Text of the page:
Why do companies write off depreciation?

Depreciation: definition and reasons

To write off something means to reduce the value of an object. Cars, electrical appliances, contracts and entire properties can be depreciated. This often happens in companies and is particularly important for the self-employed and entrepreneurs, as savings can be made on annual income tax through depreciation. This is attractive for many companies. There are various reasons for depreciation. Depending on the situation, these can be of an economic, technical or legal nature.

Depreciation: definition

Depreciation should spread the acquisition and production costs over the years of use and reduce the profit of a company as an expense. Depreciation is regulated in German law in Section 253 of the Commercial Code. In corporate accounting, depreciation means the scheduled or unscheduled reduction in an asset or property.

Depreciation is closely related to the depreciation of company assets and is reflected in a company's balance sheet. A depreciation is usually determined from a business perspective. The opposite of a write-down is the write-up. Companies take advantage of this change in assets if too many write-offs were made in previous years.

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Reasons for a write-off

The reasons for a write-off can be varied. There are three main reasons why assets are depreciated. These are causes of a technical nature, economic reasons or legal circumstances.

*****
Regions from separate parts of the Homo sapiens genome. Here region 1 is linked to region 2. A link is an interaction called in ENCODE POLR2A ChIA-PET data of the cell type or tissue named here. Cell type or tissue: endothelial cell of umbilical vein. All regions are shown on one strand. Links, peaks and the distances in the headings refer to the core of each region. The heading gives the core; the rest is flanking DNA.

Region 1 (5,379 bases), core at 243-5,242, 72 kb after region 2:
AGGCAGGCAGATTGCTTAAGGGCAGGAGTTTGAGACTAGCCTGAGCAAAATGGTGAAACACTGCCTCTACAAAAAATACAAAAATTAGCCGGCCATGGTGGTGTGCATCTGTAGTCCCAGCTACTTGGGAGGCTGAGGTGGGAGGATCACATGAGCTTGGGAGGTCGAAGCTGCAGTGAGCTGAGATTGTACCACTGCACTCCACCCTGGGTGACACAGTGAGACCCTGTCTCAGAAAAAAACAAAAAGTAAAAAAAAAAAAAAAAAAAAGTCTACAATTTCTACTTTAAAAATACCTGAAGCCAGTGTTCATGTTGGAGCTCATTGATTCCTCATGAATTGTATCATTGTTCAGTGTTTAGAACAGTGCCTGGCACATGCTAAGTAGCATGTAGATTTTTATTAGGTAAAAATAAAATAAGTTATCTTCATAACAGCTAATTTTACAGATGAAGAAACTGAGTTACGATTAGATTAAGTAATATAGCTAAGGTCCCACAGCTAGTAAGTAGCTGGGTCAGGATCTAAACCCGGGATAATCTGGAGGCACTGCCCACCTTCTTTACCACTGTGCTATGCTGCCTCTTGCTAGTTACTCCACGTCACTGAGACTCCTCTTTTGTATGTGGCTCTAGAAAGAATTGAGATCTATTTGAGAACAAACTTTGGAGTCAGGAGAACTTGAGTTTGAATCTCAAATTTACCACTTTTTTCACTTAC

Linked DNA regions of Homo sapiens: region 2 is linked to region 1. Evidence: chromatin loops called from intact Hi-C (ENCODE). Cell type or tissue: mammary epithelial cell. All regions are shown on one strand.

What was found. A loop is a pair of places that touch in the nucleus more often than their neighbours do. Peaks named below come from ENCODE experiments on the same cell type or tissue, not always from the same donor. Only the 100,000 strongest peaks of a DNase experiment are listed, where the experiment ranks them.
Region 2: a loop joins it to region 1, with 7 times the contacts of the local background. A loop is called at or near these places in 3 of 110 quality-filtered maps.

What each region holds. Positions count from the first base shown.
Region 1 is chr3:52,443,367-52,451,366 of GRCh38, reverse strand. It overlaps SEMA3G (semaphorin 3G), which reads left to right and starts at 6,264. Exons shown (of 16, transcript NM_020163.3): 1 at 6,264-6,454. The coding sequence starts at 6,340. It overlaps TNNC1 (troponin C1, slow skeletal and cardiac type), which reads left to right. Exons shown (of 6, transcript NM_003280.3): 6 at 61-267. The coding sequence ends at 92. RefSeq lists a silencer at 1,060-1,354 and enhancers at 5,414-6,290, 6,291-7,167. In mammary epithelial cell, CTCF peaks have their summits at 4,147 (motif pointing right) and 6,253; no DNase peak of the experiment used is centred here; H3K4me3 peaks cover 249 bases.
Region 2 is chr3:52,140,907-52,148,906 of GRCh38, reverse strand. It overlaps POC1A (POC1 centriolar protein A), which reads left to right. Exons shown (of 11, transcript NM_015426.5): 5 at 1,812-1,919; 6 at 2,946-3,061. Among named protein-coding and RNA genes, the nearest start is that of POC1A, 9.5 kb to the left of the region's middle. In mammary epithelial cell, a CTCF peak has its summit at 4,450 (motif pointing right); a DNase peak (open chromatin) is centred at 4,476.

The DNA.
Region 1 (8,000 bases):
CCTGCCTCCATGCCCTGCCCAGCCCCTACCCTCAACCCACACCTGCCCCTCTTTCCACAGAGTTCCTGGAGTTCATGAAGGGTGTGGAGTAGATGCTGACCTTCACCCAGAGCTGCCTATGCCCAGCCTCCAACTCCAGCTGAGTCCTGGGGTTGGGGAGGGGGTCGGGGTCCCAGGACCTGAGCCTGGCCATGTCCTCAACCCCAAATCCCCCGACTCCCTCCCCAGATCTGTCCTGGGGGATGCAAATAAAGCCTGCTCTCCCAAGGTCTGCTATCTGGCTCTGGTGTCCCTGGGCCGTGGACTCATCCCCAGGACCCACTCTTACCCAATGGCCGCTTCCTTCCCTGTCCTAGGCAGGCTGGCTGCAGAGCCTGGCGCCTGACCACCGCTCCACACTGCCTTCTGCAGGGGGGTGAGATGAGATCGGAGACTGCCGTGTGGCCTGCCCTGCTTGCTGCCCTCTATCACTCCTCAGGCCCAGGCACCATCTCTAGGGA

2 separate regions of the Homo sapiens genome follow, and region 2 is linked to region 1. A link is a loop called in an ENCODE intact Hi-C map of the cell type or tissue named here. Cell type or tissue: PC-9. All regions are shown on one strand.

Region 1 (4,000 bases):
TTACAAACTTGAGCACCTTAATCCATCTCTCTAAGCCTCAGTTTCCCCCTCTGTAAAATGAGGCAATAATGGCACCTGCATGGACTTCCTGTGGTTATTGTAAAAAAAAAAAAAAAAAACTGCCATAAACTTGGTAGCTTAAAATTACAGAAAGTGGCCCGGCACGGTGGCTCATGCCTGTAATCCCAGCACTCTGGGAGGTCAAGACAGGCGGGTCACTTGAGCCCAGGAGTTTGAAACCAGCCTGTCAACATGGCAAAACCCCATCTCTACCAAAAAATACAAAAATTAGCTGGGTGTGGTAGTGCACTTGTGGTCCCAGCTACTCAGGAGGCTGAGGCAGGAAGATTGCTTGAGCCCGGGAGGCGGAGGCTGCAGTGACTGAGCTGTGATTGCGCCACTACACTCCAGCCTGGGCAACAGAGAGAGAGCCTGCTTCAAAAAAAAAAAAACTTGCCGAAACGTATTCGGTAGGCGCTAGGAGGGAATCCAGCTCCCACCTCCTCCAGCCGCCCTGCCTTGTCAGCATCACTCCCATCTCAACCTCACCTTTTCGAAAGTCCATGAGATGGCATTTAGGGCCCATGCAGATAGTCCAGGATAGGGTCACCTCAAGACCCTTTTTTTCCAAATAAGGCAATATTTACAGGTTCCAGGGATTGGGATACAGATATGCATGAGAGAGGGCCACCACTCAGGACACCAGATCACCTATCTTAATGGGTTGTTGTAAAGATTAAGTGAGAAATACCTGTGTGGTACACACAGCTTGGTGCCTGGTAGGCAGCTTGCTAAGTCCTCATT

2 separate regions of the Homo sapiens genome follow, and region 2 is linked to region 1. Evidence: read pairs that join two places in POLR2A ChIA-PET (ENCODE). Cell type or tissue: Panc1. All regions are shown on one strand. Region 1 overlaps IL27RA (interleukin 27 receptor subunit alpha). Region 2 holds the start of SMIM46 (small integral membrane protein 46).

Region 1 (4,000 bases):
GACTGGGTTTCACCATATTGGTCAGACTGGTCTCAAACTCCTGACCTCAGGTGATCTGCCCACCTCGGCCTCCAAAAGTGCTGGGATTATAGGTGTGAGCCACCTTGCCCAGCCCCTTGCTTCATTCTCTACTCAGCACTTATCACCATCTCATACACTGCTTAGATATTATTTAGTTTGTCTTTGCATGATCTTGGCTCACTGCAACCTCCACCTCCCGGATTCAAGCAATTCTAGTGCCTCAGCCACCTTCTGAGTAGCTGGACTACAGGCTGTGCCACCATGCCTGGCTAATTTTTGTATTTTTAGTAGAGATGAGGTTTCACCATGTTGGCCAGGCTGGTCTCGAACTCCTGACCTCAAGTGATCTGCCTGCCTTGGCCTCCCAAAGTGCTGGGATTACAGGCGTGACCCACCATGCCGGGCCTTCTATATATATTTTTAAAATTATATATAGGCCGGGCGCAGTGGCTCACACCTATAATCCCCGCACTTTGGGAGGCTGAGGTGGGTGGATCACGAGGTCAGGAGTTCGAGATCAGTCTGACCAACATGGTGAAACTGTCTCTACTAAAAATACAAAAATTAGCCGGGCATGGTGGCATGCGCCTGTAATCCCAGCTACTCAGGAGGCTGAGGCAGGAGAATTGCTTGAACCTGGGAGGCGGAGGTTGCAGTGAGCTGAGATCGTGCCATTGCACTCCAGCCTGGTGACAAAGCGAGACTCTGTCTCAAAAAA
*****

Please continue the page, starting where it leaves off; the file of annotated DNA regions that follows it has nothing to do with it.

The technical causes of a depreciation can be normal wear and tear, due to heavy use, or extraordinary wear and tear, for example in the event of an accident. For example, a car wears out through use and can become a total economic loss through accidents.

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Economic reasons are another criterion for depreciation that occurs as a result of bad investments or shifts in demand. Inefficiency, for example in the case of technical progress, can also be a reason for depreciation. This can happen quickly with electronic devices such as cell phones, televisions or laptops, the technology of which is developing so rapidly that models can become obsolete after a short time.

Legal causes are the third reason for depreciation. This can happen, for example, when property rights expire, for example in the case of patents or licenses, or when contracts expire, such as rental, leasing or leasing contracts. Legislative measures can also be responsible for a write-off.

Example of a depreciation

A company purchases ten new computers on January 1, 2013 for a total net amount of € 10,000. These are the one-time acquisition costs.

The estimated useful life of these PCs is five years. A so-called depreciation plan now distributes the falling value of the devices, which is caused by wear and tear and daily wear and tear, linearly over the five fiscal years of use.

This means that from 2013 to 2017 the company can record profit-reducing depreciation of € 2,000 per year. Because the acquisition costs are spread over the years, they reduce the profit, as they are booked as an expense. This reduces the income tax to be paid and is therefore an attractive approach for the self-employed and entrepreneurs when purchasing equipment.

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